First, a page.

Recently there has been some debate regarding the plans to build the Obama Presidential Center in the south side of Chicago. Among the dissenters are those who own property in the vicinity and are worried that their properties will suddenly increase in value and consequently they won't be able to afford their property tax increases. This seems like a good problem to have, but [when I put myself in their shoes and look at the world through their eyes] I can understand if money is tight, being forced to sell your home could be heartbreaking, even if it is profitable. So I wonder what options they have when faced with this issue, preferably those that won't increase the homeowner's monthly payment?

Surely this isn't a localized problem and it seems like some banks (or even the municipality) could benefit from offering creative financing solutions in these scenarios, though I've never heard of them.

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    Someone who can't afford the tax can't afford to finance the tax either.
    – Beanluc
    May 18 '18 at 19:12
  • @Beanluc - They could potentially borrow against the equity which will be much greater than the tax amount due.
    – TTT
    May 18 '18 at 19:16
  • I guess you want a reverse mortgage, then, since clearly you imagine that the bank will keep that equity at the end of the day rather than having provided a loan which would ever actually be paid back. That's a creative finance solution which exists, it's just not marketed as a tax solution.
    – Beanluc
    May 18 '18 at 19:20
  • Don't forget the more distant taxpayers, who will see their share of the municipal tax burden decrease...
    – DJohnM
    May 18 '18 at 19:36
  • @Beanluc - I'm thinking more along the lines of a HELOC. (Refi with cash-out works too but then you're paying interest long before you need it.) The loan could simply be paid back at sale.
    – TTT
    May 18 '18 at 19:40

This is a well known issue, and worst case those people end up being forced out of their homes, either by selling or by foreclosure.

Note though that many states have made laws that protect them, called Save-our-Homes or similar. Those laws limit the amount the property tax can go up per year, no matter how the assessed value increases.

Example: you have a house in FL, assessed value = 300 k$, tax 3 k$. Next year, the house gets assessed 500 k$, tax would come to 5 k$, but it only becomes 3k+3% = 3090 $. I don't know which states have that, but I think many. FL has it for sure, and the annual limit is 3%.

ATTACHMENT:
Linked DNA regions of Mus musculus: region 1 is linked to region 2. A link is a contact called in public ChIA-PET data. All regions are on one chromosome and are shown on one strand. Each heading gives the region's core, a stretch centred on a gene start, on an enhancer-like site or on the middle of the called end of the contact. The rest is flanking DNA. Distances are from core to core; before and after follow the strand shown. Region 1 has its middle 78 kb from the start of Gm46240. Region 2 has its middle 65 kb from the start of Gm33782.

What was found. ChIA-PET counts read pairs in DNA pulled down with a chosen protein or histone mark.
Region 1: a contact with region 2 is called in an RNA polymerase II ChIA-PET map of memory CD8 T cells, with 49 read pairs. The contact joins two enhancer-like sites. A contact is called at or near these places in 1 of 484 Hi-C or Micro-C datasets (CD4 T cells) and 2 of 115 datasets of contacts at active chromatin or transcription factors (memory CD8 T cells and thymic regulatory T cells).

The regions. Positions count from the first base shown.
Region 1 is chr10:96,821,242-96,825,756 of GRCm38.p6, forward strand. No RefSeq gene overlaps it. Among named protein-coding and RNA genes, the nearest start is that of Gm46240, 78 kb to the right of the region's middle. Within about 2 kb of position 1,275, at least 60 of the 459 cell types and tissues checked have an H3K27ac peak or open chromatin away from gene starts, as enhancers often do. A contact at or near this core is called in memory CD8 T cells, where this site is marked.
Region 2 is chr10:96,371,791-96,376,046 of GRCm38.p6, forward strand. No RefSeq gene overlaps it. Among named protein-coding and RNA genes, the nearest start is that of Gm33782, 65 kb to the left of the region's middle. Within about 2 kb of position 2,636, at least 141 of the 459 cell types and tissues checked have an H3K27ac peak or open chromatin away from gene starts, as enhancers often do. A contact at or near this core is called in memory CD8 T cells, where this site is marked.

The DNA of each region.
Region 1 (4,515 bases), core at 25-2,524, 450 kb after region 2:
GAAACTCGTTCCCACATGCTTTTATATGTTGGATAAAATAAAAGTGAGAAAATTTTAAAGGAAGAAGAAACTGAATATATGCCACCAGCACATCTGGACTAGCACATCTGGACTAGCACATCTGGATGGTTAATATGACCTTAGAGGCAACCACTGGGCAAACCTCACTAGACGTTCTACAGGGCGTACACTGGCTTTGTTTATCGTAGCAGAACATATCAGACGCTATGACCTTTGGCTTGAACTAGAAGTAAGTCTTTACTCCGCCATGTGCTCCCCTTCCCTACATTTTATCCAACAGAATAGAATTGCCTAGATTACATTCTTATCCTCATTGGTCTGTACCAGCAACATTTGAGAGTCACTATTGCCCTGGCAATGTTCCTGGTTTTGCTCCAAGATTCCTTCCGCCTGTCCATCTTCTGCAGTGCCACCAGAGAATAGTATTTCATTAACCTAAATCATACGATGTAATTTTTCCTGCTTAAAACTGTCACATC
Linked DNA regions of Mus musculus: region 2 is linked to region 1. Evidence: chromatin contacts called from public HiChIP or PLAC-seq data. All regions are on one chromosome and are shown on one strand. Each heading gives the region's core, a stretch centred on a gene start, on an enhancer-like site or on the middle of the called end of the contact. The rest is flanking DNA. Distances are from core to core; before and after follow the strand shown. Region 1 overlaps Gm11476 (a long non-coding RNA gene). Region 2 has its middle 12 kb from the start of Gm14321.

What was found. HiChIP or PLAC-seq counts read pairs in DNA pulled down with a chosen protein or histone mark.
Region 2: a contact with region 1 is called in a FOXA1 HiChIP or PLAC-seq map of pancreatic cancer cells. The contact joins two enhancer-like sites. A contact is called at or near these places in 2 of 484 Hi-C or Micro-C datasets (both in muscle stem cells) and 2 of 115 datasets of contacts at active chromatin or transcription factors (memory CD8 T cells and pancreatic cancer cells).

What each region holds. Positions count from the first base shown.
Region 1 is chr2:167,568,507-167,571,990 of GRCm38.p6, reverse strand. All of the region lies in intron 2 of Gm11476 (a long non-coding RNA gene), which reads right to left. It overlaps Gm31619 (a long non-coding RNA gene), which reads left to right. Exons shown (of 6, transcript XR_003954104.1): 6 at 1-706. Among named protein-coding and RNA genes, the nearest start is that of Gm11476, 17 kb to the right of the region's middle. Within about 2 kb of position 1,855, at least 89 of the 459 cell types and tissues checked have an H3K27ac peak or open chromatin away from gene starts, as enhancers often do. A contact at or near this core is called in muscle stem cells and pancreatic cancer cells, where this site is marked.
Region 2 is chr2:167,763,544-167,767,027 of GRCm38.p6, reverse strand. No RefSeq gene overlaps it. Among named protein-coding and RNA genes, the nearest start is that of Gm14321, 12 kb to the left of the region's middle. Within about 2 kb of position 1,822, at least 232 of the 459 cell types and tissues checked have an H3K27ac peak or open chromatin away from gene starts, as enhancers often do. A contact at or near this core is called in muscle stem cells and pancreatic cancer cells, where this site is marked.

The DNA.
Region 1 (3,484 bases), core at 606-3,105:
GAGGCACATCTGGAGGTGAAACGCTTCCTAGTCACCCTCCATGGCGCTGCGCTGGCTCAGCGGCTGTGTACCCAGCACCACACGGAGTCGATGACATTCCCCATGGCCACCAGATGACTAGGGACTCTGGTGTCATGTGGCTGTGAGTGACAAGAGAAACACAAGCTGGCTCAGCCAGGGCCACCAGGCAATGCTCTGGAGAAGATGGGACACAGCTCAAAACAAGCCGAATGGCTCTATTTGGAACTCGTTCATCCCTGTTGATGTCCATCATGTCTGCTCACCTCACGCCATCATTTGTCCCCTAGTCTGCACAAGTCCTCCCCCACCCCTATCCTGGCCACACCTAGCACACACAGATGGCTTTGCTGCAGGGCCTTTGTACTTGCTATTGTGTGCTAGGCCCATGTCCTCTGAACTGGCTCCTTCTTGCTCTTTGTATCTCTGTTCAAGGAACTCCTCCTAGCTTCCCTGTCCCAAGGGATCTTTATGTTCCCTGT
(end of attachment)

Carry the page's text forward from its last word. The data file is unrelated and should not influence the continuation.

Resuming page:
• This is good information, however, it doesn't really answer the question of what the homeowner can do about it, except hope their government does or has already done something about it. I suppose it could be that there isn't anything they can do...
    – TTT
    May 22 '18 at 4:41

This is an example of gentrification. Maybe not the classic example, but it is an example.

If home values have been stable, and families incomes have been stable, and the local government hasn't raised property tax rates, then people budget for a stable situation regarding their tax bills.

The rapid rise in property values due to this change will hurt property owners. We saw this in the early 2000`s when in some locations property values doubled in a few years. Long time homeowners said they would not be able to afford their current home if they were trying to move into the neighborhood.

Many times a local government will trigger a rapid rise in taxes without a rise in property values, when they implement a special taxing district to pay for a localized improvement. Those special taxes are harder on families becasue they have to pay more each year, under the hope that in the future they will see a rise in property values.

The local government has several options, these may take changes to the local tax code, but it may be possible becasue it is likely that zoning changes will be needed to build such a structure.

  • They could create a special tax district that slows the increase to no more than the average for the city as a whole. They could defer additional value until the property is sold.
  • They could put a several year delay until implementing the change, this would give homeowners time to adjust. They should still tell homeowners how much it would have been without the delay so they can be ready for the jump.

Loans generally wouldn't work, because the homeowner would still be paying for the tax increase. Home equity loans wouldn't be easy becasue the homeowner might not have enough equity. In some jurisdictions the value of the property for taxing purposes is unrelated to the property value on the resale market, so the mortgage owner would have to get a new appraisal. Families without a loan would have to apply for a loan.

Interest in those home equity loans wouldn't be tax deductible under the new tax law becasue the money would not be used to buying the home, or to improve the home.

  • I'm not following your 2nd to last paragraph. In the extreme example you gave of property values doubling in a few years, surely they would have plenty of equity, and I don't think it matters that they "would still be paying for the tax increase", in fact I think that's fair if their property value doubled. In those cases I feel like home equity loans would be perfect just to cover the taxes, with plenty of profit left over. I agree it wouldn't work for everyone though, but certainly it would work for some?
    – TTT
    May 22 '18 at 4:47

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